Bertrand Meyer | 1 Jan 07:55 2009
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RE: What good is a create expression as an assignment target?

Dear Greg:

The language definition also allows you to write the assignment

      x := x

and the routine declaration

      r do r end

neither of which seems to have exciting applications.

A language design should make the useful expressible. If you know one that
makes all expressible programs useful please tell us, you will get
considerable interest.

With best regards,

-- BM

From: eiffel_software@...
[mailto:eiffel_software@...] On Behalf Of Greg C
Sent: Wednesday, December 31, 2008 23:39
To: eiffel_software@...
Subject: [eiffel_software] What good is a create expression as an assignment
target?

Hello,

While browsing through the ECMA standard, I noticed that the following
(Continue reading)

Thomas Beale | 1 Jan 18:33 2009

Re: Re: Hiding implementation from heirs

Geir Ove Skjaervik wrote:
 >
 > Hello,
 > Thanks, but I am afraid I do not understand what you mean. Attribute
 > item_name_ is indeed accessible in all heirs (I tried it, and it
 > compiles).
 >
 > I do not want heirs to assign directly to it as long as there is a
 > set_item_name() for this purpose.
 >

if that is true, then you don't even want the current class to be able 
to do it, so it is not a question of inheritance semantics, but simply 
some kind of protected status of a private attribute to be only settable 
by a single 'set' routine (which probably ensures some other work is 
done properly, not just the assignment). This capability doesn't exist 
in Eiffel, but I have often thought it would be useful.

- thomas beale

--

-- 
    Thomas Beale
Chief Technology Officer, Ocean Informatics

Chair Architectural Review Board, openEHR Foundation
Honorary Research Fellow, University College London

------------------------------------

(Continue reading)

Emmanuel Stapf [ES] | 1 Jan 18:44 2009

RE: Re: Hiding implementation from heirs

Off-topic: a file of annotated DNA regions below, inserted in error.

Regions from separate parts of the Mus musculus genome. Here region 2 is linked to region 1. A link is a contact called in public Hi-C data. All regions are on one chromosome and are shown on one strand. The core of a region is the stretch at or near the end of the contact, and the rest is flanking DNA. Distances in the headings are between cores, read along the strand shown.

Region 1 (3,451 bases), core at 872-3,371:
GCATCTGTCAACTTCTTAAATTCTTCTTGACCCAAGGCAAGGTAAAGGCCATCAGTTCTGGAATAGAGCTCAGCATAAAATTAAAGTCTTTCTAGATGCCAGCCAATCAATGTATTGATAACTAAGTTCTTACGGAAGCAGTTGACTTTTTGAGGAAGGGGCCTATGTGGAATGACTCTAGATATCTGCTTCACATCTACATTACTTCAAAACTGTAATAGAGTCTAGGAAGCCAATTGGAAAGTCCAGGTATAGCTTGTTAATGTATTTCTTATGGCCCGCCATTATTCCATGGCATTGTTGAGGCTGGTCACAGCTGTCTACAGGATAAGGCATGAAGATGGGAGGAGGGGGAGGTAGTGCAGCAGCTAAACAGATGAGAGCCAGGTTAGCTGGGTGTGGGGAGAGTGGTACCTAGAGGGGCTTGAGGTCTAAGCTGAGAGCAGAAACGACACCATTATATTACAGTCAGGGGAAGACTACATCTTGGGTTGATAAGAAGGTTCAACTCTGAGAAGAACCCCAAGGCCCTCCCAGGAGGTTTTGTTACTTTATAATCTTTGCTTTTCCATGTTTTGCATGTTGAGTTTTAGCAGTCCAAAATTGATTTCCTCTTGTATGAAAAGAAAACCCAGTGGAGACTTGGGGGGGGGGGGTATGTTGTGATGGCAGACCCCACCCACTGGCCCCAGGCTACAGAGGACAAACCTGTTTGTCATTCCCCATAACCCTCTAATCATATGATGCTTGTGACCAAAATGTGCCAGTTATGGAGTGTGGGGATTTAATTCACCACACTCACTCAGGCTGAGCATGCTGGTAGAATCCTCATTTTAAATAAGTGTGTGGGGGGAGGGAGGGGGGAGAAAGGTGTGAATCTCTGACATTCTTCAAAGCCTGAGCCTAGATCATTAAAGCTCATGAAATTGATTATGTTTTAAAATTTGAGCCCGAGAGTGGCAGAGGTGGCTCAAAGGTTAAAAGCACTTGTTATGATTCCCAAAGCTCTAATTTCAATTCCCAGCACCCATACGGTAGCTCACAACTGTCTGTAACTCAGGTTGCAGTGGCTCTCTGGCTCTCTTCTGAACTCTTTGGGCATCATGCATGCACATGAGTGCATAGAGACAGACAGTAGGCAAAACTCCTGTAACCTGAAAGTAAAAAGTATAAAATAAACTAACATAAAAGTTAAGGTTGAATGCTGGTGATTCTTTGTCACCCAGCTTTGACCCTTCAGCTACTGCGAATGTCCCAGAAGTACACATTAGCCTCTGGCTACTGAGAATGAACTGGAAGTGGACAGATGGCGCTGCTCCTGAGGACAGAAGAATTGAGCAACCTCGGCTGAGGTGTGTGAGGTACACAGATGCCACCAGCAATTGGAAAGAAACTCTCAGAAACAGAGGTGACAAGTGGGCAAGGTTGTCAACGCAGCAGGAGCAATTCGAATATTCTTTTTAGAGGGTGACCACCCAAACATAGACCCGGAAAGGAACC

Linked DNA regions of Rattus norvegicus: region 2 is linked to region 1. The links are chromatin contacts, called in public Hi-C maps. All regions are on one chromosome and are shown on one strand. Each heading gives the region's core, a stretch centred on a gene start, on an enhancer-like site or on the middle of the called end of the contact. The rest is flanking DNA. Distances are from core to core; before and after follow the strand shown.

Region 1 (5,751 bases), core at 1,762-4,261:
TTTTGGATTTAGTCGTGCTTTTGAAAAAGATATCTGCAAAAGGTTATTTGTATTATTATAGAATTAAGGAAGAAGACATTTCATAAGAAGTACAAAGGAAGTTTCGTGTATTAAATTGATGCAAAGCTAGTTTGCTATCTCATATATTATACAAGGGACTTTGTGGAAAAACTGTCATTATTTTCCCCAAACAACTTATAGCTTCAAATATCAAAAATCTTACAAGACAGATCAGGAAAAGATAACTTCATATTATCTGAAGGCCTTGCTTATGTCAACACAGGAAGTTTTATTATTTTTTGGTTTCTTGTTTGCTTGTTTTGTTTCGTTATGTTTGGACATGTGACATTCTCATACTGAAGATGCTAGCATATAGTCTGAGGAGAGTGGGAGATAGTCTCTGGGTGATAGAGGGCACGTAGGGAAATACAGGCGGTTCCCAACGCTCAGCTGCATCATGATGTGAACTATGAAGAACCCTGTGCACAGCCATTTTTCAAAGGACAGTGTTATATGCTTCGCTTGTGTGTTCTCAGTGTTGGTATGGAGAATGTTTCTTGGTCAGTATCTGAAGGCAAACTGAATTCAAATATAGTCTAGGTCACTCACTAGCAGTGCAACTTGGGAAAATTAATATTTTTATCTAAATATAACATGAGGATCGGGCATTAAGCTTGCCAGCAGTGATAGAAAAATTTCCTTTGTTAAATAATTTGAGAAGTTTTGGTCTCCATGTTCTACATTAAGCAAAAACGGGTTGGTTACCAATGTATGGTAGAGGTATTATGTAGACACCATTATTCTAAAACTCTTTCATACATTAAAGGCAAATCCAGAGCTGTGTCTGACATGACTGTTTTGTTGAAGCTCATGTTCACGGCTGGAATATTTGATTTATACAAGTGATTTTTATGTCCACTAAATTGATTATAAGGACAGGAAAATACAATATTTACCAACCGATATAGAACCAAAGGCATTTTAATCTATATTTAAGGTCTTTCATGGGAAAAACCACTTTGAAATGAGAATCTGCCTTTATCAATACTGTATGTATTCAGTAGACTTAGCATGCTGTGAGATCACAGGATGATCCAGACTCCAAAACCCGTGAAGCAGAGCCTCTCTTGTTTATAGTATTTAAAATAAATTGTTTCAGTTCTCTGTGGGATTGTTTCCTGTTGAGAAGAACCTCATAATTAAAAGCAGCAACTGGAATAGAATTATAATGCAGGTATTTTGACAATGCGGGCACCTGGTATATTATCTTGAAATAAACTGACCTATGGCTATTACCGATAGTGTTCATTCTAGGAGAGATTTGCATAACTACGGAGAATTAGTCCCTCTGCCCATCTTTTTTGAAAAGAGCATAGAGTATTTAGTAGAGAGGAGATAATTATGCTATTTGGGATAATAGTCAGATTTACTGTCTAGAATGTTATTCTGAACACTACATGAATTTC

> if that is true, then you don't even want the current class to be able
> to do it, so it is not a question of inheritance semantics, but simply
> some kind of protected status of a private attribute to be only settable
> by a single 'set' routine (which probably ensures some other work is
> done properly, not just the assignment). This capability doesn't exist
> in Eiffel, but I have often thought it would be useful.

Even if you do not have this facility in the language, EiffelStudio can tell you
all the assigner of an attribute. So when you want this pattern, simply make sure
there is only one assigner.

Regards,
Manu

------------------------------------

Thomas Beale | 1 Jan 18:53 2009

Re: Re: Hiding implementation from heirs

Emmanuel Stapf [ES] wrote:
 >
 > > if that is true, then you don't even want the current class to be able
 > > to do it, so it is not a question of inheritance semantics, but simply
 > > some kind of protected status of a private attribute to be only 
settable
 > > by a single 'set' routine (which probably ensures some other work is
 > > done properly, not just the assignment). This capability doesn't exist
 > > in Eiffel, but I have often thought it would be useful.
 >
 > Even if you do not have this facility in the language, EiffelStudio 
can tell you
 > all the assigner of an attribute. So when you want this pattern, 
simply make sure
 > there is only one assigner.
 >

yes, that's true of course, I should have mentioned that - I often use 
that facility to check what the assigners are.

- thomas

--

-- 
    Thomas Beale
Chief Technology Officer, Ocean Informatics

Chair Architectural Review Board, openEHR Foundation
Honorary Research Fellow, University College London

------------------------------------
(Continue reading)

Geir Ove Skjaervik | 1 Jan 20:50 2009
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Re: Hiding implementation from heirs

Hello,
On page 505 in OSSC 2.edition Meyer talks about "Progrmas with 
holes" and outlines how libraries with deferred classes / routines 
may be extended. As I said to "colinlema" in this thread:

"Briefly my concern is that reuse should not only be possible 
from "uses" clients, but also from "is" clients (ancestors). "

And this is in the spirit of what Meyer himself outlines as far as I 
can see.

Now: Why should we be able to hide implementation clutter 
from "uses" clients, but not from "is" clients (ancestors)?

The problem is the same: We do not want users to mess with features 
that should not be touched! 

Even when I write a complete Hierarchy of classes myself, I see the 
problem: Yes, I may of course even abuse set_features (by assigning 
directly to the attribute itself) in class A itself when I implement 
it, but the chances are much greater that I mess up by abusing 
exposed features in A when I much later implement class B that 
inherits from A. 

And what about reuse by "is" relations of classes hiearchys written 
long time ago?  Extending certain widgets in the Vison2 library can 
be really daunting: It exposes a myriad of features that I most 
probably should not touch! This is actually hampering "is" reuse, 
not empowering it in my opinion.

(Continue reading)

Paul Cohen | 1 Jan 21:13 2009